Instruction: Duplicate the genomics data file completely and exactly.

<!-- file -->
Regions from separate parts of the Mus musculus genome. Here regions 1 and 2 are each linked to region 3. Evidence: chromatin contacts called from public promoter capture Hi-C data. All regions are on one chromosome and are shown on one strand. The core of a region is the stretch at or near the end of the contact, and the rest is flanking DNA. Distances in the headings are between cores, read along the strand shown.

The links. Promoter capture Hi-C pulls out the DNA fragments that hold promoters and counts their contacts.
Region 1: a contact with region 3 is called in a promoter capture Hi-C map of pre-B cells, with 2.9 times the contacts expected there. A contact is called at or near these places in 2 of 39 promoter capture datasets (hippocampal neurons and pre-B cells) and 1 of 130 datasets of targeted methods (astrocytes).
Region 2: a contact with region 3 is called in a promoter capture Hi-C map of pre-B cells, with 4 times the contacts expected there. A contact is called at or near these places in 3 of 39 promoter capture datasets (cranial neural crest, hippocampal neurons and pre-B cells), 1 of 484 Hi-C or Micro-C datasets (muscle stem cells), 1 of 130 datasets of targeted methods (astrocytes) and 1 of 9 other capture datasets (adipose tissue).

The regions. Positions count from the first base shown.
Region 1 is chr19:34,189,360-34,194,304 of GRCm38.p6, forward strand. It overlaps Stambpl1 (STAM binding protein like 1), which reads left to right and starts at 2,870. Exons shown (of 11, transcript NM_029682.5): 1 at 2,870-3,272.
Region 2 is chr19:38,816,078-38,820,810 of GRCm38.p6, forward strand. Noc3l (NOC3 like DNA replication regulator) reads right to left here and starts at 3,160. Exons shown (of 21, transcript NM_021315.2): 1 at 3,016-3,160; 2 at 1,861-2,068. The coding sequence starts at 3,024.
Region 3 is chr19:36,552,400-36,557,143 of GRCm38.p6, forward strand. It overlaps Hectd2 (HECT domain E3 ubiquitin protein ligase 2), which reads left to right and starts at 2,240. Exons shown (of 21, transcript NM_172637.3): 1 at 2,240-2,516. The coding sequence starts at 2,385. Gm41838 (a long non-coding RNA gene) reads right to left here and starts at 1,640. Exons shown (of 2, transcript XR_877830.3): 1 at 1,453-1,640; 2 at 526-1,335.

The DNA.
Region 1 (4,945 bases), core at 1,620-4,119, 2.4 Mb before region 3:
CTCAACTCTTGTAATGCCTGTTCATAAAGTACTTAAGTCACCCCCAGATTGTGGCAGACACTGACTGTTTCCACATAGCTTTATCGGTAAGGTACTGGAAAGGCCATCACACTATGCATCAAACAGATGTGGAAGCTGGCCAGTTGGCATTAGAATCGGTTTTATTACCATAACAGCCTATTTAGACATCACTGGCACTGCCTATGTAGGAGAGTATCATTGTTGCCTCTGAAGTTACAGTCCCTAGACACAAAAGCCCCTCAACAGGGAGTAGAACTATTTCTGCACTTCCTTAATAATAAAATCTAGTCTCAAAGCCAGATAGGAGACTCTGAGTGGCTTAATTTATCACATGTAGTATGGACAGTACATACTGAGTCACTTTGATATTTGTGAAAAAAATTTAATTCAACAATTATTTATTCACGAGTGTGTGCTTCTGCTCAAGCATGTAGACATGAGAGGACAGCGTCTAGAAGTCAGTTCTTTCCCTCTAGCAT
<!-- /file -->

Regions from separate parts of the Mus musculus genome. Here regions 1 and 2 are each linked to region 3. Evidence: chromatin contacts called from public promoter capture Hi-C data. All regions are on one chromosome and are shown on one strand. The core of a region is the stretch at or near the end of the contact, and the rest is flanking DNA. Distances in the headings are between cores, read along the strand shown.

The links. Promoter capture Hi-C pulls out the DNA fragments that hold promoters and counts their contacts.
Region 1: a contact with region 3 is called in a promoter capture Hi-C map of pre-B cells, with 2.9 times the contacts expected there. A contact is called at or near these places in 2 of 39 promoter capture datasets (hippocampal neurons and pre-B cells) and 1 of 130 datasets of targeted methods (astrocytes).
Region 2: a contact with region 3 is called in a promoter capture Hi-C map of pre-B cells, with 4 times the contacts expected there. A contact is called at or near these places in 3 of 39 promoter capture datasets (cranial neural crest, hippocampal neurons and pre-B cells), 1 of 484 Hi-C or Micro-C datasets (muscle stem cells), 1 of 130 datasets of targeted methods (astrocytes) and 1 of 9 other capture datasets (adipose tissue).

The regions. Positions count from the first base shown.
Region 1 is chr19:34,189,360-34,194,304 of GRCm38.p6, forward strand. It overlaps Stambpl1 (STAM binding protein like 1), which reads left to right and starts at 2,870. Exons shown (of 11, transcript NM_029682.5): 1 at 2,870-3,272.
Region 2 is chr19:38,816,078-38,820,810 of GRCm38.p6, forward strand. Noc3l (NOC3 like DNA replication regulator) reads right to left here and starts at 3,160. Exons shown (of 21, transcript NM_021315.2): 1 at 3,016-3,160; 2 at 1,861-2,068. The coding sequence starts at 3,024.
Region 3 is chr19:36,552,400-36,557,143 of GRCm38.p6, forward strand. It overlaps Hectd2 (HECT domain E3 ubiquitin protein ligase 2), which reads left to right and starts at 2,240. Exons shown (of 21, transcript NM_172637.3): 1 at 2,240-2,516. The coding sequence starts at 2,385. Gm41838 (a long non-coding RNA gene) reads right to left here and starts at 1,640. Exons shown (of 2, transcript XR_877830.3): 1 at 1,453-1,640; 2 at 526-1,335.

The DNA.
Region 1 (4,945 bases), core at 1,620-4,119, 2.4 Mb before region 3:
CTCAACTCTTGTAATGCCTGTTCATAAAGTACTTAAGTCACCCCCAGATTGTGGCAGACACTGACTGTTTCCACATAGCTTTATCGGTAAGGTACTGGAAAGGCCATCACACTATGCATCAAACAGATGTGGAAGCTGGCCAGTTGGCATTAGAATCGGTTTTATTACCATAACAGCCTATTTAGACATCACTGGCACTGCCTATGTAGGAGAGTATCATTGTTGCCTCTGAAGTTACAGTCCCTAGACACAAAAGCCCCTCAACAGGGAGTAGAACTATTTCTGCACTTCCTTAATAATAAAATCTAGTCTCAAAGCCAGATAGGAGACTCTGAGTGGCTTAATTTATCACATGTAGTATGGACAGTACATACTGAGTCACTTTGATATTTGTGAAAAAAATTTAATTCAACAATTATTTATTCACGAGTGTGTGCTTCTGCTCAAGCATGTAGACATGAGAGGACAGCGTCTAGAAGTCAGTTCTTTCCCTCTAGCAT